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Universal design for learning in the classroom

This was originally posted by Simon Evans 15 Oct 2012. This is cross-posted as part of the transition of Software for Learning to Enabling e-Learning.

What is Universal Design for Learning (UDL)?  

As Lynne Silcock points out in the video, not only are there 5% of students with recognisable special needs but a further 5% with moderate learning needs who would benefit from a more differentiated approach to the delivery of their curriculum.

Universal Design for Learning - sees education less of a fixed menu for a large group and more of a smorgasbord where students can select from a variety of materials and methods. Allowing students this flexibility offers greater access for all.

With the ‘Success for All’ initiative the Government has set a target of 100% of schools demonstrating inclusive practices by 2014 and has a programme of activities to achieve this. These activities look at improving inclusive practices and improving special education systems and support. Adopting the principles of Universal Design for Learning offers teachers a framework as they set out to offer students greater access to the information they need, to allow them to express themselves in a variety of ways and to open options for students to engage more readily with the learning process.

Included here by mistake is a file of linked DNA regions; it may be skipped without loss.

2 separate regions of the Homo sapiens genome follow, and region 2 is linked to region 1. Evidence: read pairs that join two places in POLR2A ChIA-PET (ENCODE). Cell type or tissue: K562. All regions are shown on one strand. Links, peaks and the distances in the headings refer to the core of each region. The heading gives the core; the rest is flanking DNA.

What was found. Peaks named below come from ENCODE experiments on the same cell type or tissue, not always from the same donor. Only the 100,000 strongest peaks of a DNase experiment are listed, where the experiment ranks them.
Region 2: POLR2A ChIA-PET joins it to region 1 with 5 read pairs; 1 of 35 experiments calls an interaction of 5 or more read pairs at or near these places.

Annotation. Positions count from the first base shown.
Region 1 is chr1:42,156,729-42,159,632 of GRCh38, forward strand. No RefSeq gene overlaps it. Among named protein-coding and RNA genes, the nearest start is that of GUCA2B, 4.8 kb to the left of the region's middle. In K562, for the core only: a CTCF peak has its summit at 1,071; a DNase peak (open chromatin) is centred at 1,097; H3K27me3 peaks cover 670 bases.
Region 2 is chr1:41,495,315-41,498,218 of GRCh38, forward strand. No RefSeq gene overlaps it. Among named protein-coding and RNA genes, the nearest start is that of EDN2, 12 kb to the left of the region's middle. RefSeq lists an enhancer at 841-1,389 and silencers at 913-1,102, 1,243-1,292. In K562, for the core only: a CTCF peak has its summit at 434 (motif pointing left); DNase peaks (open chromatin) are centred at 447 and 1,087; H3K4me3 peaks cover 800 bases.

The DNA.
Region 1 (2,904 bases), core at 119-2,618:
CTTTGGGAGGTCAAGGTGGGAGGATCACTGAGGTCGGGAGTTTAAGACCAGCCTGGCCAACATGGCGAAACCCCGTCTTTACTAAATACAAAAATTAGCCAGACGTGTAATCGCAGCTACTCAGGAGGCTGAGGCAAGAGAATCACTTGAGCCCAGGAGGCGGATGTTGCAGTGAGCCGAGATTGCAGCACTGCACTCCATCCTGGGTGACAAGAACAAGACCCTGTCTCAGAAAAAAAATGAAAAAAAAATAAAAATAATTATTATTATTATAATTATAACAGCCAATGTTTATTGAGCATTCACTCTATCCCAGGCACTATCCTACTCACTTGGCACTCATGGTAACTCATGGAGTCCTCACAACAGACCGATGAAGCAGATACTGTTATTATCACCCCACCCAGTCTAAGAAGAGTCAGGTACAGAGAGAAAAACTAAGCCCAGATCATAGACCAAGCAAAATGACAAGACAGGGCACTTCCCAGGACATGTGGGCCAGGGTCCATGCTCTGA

How is information presented to students?

Lynne talks about how we can help students be more receptive to information. This may mean designing a more diverse approach to content delivery; for example, not relying merely on the written word but using multimedia. employing visual and auditory support, and ensuring that new ideas build on prior knowledge, culture and experiences.

How do students respond to that information?

Lynne notes that it is essential that students are able to express themselves, and this does not always mean in the written word. Many students can discuss and share ideas more easily orally than in the written form. With so much quality software, much of it available for free, there is little reason why that student cannot share through video, audio, images or concept mapping.

How fully are the students engaged in the learning process?

There is a clear need to raise the engagement of students in their own education, and it is easier than ever before to harness technology so that we can offer multiple pathways towards learning objectives. For example, YouTube  or Google docs or PhotoPeach. There are a large number of examples in Enabling e-Learning's Technologies: Software for Learning focussing on video, mind-mapping, mobile learning or multimedia: audio/sound.

How software can be used to personalise the curriculum?

  • This Enabling e-Learning story looks at how technology can help a teacher design a differentiated approach, especially now they have access to broadband and personalised technologies.